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An offer is legally binding. An advertisement is normally only an ITT as in Partridge v Crittenden. However, in Carlil v Carbolic Smoke Ball Co, the company placed an advert in a newspaper that anyone using their smoke ball who caught flu would be given £100. The claimant tried to claim the money when they contracted flu after using the ball. The court held the advert was an offer to the world at large. This was a unilateral contract, i.e. a contract where one party promises to do something if the other party does (or forbears to do) a specified act, even if the other party does not promise to do (or forbear from doing) this. In this case, the promisor is still bound to honour their promise.

With other types of transaction, mere statements of price are only invitations to treat. Auctions without a reserve are offers to sell goods to the highest bidder, which the highest bidder automatically accepts. In auctions with a reserve each bid is an offer, with acceptance occurring when the auctioneer's hammer falls. An automated machine, such as a vending machine, is itself is an offer, with acceptance occurring when the customer can no longer get their money back.

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The terms of an acceptance must mirror exactly the terms of the offer. This is called the mirror rule. If a party seeks to vary the terms of an offer, this is a counter-offer which terminates the original offer. The original offer can then no longer be accepted.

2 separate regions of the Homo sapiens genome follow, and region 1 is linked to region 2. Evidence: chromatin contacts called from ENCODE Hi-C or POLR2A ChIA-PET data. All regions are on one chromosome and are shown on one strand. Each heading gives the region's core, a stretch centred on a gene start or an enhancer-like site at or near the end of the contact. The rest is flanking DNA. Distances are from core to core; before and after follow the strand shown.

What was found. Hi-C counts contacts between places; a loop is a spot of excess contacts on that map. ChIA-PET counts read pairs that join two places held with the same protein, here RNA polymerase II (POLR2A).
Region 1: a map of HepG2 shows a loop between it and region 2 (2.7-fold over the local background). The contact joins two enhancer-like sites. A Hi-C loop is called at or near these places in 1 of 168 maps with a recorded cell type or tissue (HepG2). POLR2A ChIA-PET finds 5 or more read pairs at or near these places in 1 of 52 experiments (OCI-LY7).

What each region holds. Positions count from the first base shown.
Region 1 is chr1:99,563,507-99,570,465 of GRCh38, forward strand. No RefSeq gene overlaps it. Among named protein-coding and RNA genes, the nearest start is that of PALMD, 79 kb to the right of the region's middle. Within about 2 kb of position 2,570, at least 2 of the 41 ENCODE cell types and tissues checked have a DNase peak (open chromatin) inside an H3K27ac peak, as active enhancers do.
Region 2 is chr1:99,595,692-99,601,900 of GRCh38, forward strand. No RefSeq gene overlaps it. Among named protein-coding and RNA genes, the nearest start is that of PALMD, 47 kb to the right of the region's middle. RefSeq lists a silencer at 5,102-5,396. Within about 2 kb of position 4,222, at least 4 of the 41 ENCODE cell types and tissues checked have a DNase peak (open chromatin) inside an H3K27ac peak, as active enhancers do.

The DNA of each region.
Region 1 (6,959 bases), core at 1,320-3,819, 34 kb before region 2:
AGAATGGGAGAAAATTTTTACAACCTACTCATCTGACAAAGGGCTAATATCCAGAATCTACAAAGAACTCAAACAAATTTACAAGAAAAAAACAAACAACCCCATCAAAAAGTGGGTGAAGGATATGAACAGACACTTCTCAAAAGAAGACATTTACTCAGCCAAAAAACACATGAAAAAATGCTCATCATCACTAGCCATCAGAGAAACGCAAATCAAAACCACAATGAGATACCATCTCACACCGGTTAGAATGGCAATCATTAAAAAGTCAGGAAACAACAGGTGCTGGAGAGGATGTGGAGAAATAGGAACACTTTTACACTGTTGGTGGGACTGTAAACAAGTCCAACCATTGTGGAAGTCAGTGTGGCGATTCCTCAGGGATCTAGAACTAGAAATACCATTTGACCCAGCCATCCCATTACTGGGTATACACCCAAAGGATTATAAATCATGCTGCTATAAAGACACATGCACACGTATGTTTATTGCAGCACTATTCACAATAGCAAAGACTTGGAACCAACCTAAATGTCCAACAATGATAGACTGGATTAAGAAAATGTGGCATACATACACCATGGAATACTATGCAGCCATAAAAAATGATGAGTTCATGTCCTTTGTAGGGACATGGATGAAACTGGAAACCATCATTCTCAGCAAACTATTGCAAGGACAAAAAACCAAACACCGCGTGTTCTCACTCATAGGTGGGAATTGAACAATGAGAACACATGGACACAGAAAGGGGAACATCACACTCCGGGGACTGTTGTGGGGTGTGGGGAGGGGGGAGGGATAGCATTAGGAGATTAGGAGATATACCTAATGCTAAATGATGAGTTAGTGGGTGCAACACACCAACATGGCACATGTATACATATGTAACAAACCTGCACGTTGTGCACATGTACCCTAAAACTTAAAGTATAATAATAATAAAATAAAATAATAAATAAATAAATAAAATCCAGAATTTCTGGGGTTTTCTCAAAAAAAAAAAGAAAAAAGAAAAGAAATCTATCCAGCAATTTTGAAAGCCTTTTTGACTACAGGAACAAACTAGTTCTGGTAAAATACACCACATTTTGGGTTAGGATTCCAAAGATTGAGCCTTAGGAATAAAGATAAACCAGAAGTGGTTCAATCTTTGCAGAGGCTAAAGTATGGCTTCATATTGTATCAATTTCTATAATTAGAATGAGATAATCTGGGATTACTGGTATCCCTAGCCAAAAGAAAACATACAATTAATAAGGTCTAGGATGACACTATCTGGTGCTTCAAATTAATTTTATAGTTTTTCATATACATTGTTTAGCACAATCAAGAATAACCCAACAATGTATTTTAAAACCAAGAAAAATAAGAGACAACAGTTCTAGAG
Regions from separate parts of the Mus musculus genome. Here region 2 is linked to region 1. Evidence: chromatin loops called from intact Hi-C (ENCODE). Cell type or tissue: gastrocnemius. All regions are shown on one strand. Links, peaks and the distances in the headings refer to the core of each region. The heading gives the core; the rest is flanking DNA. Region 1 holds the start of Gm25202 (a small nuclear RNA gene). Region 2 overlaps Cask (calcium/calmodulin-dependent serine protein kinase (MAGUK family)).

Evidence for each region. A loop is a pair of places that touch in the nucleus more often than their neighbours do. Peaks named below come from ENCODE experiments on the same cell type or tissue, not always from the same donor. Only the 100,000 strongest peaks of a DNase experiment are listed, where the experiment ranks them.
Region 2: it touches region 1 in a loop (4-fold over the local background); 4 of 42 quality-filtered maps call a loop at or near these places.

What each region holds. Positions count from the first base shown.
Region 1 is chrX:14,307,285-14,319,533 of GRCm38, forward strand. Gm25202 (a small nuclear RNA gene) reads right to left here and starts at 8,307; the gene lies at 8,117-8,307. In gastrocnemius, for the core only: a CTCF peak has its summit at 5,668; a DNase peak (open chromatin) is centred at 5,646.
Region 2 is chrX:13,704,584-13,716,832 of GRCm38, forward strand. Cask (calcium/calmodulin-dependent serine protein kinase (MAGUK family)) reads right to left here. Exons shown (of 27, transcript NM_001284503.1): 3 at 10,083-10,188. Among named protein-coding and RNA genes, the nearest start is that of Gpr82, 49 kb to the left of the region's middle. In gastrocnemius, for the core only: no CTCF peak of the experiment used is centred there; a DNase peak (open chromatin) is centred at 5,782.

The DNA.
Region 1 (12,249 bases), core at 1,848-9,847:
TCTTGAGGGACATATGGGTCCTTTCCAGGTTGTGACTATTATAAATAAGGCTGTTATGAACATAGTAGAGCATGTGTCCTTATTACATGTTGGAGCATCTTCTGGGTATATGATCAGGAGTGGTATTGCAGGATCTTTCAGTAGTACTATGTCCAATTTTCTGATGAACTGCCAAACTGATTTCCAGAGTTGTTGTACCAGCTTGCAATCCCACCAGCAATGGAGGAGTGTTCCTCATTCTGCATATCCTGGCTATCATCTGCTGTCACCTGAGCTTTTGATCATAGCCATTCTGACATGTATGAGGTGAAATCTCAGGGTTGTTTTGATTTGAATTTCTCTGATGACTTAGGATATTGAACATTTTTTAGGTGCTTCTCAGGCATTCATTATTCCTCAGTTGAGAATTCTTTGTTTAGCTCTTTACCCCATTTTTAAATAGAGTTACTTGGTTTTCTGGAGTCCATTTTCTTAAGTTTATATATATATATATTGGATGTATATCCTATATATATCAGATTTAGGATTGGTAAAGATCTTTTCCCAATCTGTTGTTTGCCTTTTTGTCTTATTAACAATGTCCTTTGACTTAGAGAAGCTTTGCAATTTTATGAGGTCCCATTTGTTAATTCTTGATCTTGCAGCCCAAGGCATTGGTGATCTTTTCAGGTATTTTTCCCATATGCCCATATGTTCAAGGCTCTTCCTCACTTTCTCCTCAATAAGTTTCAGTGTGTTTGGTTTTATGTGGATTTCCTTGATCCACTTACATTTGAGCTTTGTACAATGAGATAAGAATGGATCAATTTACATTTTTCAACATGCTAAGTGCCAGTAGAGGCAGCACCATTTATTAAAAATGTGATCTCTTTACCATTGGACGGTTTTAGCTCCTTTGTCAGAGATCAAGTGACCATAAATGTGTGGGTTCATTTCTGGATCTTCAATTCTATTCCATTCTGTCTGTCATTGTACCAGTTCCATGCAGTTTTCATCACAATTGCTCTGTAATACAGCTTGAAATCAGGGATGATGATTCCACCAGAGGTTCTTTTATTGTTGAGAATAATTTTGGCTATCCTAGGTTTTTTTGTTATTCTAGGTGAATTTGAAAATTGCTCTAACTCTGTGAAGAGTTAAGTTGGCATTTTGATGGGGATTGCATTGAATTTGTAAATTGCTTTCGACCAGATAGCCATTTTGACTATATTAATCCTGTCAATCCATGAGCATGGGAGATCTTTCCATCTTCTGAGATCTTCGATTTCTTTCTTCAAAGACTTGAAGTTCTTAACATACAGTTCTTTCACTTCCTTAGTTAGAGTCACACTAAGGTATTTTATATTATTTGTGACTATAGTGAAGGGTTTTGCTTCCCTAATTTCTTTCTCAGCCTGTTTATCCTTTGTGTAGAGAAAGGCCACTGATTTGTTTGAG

Acceptance must be communicated to the offeror to be valid. The person accepting must take reasonable steps to do this.

Silence is not usually acceptance. However, if the offeree has agreed that he does not need to communicate acceptance then his silence can amount to acceptance. For instance, when you renew insurance policies you do not need to tell your insurer, even though this creates a new contract.

Sometimes businesspeople try to insert their own terms into agreements at the last moment, hoping the other party will accept them. This is called 'the battle of the forms'. In the 'last shot' approach each communication is considered to be a counter offer that terminates the previous offer so the contract is based on the terms of the last offer. However, this means that sometimes there is no contract. Nevertheless, courts will generally find that if work has already begun a contract has been formed. The idea is that if the battling parties have created a working relationship any 'cracks in the mirror can be smoothed away.